Pittsburgh artists offer interpretations of the Stations of the Cross
April 7, 2012 10:01 AM
Matt Pritchard, left, and Matthew Case, both of South Homewood, look at the fourth station of the Cross during the event.
This is Station 13 of the Open Door's seventh annual Stations of the Cross show.
Theresa Bozzo of Scott Township walks past Station 12 during the Open Door's seventh annual Stations of the Cross show.
Laura Miller looks over Station 6 during the Open Door's Stations of the Cross show in Highland Park.
By Kaitlynn Riely The Pittsburgh Press
Sandra Conley began with wooden boxes from a dollar store. She painted the wood, then added small figures and gold chains and silver coins.
In tiny lettered beads, she spelled out the words spoken by the Sanhedrin: "We have no King but Caesar."
On Good Friday, a day when Christians often observe the 14 Stations of the Cross, Ms. Conley, 60, an artist who lives in Peters, unveiled her interpretation of the Third Station, when Jesus is condemned by the Sanhedrin, a council of elders.
"This was my Lent," Ms. Conley said. "I didn't give up candy for Lent. But I truly worked on this for most of Lent."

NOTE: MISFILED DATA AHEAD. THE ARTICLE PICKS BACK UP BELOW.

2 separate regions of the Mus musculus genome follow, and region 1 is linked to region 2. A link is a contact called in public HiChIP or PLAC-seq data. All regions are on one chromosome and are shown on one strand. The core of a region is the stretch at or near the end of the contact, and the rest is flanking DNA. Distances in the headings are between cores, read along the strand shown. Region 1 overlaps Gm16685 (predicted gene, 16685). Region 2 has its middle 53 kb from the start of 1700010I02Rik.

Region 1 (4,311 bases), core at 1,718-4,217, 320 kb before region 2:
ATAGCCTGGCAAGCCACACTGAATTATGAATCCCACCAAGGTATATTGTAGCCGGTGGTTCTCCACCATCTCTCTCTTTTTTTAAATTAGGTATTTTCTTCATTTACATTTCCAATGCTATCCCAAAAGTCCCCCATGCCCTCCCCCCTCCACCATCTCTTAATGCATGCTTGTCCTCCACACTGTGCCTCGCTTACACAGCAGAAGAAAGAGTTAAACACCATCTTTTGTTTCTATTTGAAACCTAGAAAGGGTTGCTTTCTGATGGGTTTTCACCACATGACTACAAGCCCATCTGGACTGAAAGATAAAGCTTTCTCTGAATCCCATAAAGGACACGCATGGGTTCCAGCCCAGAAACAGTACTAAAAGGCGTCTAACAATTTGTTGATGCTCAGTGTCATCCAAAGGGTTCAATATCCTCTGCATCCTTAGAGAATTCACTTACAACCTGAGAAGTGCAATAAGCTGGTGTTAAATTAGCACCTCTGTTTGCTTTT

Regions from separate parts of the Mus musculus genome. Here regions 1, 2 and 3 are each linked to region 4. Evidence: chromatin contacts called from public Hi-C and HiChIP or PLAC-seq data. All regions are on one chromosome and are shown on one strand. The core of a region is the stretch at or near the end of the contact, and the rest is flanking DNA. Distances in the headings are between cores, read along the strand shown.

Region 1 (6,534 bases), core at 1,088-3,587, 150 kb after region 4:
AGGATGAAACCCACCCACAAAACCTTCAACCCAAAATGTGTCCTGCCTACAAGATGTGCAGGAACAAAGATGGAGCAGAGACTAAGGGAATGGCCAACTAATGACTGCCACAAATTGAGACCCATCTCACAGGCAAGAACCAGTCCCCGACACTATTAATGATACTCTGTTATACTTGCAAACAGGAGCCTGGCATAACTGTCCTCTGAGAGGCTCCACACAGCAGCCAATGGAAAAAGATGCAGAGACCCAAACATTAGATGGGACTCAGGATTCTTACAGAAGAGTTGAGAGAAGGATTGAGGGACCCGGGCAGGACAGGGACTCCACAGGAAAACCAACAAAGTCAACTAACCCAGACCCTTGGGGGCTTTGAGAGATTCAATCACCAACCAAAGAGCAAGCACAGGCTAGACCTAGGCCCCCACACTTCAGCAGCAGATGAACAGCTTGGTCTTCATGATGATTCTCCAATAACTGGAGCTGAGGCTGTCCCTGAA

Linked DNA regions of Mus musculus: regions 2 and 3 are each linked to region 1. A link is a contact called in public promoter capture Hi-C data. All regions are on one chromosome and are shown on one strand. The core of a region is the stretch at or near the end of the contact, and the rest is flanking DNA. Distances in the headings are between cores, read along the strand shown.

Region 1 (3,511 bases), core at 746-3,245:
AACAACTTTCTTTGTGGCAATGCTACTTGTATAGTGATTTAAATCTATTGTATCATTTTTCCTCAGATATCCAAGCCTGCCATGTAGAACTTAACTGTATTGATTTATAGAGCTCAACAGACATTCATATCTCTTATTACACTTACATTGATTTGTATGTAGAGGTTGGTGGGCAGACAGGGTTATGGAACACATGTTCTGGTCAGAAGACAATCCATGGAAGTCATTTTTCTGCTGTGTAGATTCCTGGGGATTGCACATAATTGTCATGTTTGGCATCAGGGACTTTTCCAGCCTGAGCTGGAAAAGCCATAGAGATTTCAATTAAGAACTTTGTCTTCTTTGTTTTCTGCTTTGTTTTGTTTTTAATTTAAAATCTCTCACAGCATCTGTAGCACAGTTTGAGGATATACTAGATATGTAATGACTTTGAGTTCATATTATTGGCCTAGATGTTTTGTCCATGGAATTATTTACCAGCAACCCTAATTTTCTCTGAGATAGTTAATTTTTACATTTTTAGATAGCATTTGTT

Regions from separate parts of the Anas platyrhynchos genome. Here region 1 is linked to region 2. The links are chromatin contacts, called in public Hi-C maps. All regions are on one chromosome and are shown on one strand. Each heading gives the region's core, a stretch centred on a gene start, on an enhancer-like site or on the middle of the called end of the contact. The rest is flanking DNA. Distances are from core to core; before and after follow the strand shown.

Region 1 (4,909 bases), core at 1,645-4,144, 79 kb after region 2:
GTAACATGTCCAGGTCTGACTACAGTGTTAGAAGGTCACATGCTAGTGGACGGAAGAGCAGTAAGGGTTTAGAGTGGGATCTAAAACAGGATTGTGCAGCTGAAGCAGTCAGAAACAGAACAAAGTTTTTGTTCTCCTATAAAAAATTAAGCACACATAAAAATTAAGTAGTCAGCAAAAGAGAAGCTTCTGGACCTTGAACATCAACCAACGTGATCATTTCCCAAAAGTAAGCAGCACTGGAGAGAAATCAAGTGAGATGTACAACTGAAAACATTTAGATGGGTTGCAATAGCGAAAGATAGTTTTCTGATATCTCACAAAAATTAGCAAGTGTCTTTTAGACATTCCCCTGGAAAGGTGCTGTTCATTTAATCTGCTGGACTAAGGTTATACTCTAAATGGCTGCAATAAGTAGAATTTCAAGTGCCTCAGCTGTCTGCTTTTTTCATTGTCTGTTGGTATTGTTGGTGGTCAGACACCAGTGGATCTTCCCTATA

Her assemblage piece was one of 15 works of art (there are two of the crucifixion) displayed in "By His Wounds," a Stations of the Cross art exhibition presented through 9 tonight by The Open Door church at their meeting site inside The Union Project, 801 N. Negley Ave., Highland Park.
It is the seventh year that The Open Door, which is part of the Presbyterian Church (USA), has asked artists to create their own interpretations of the traditional Stations of the Cross, said the Rev. B.J. Woodworth, co-pastor of The Open Door. The art pieces are displayed each year for just one day, Good Friday.
This year, there were framed photos of a garden scene to represent Station One, when Jesus is praying in the Garden of Gethsemane. There was a rooster made of Legos to represent Station Four, when Jesus is denied by his disciple Peter. And for Station 14, a short video display on an iPad represented the moment Jesus is laid in the tomb.
The message of the Stations of the Cross artistic display is "that the church is not old and stodgy," Mr. Woodworth said.
"It's creative and innovative and trying to think fresh about an ancient tradition," he said.
And, he said, it's also a way to invite people back into the Church that may not show up for a typical Sunday service.
Ms. Conley, the artist who does assemblage work, goes to her services at Westminster Presbyterian Church in Upper St. Clair, rather than at The Open Door. Yet when she learned of the art project, she decided it would be a good way for her to reflect.
"I think this is really unique," she said. "It's really a wonderful opportunity to blend your faith and your art."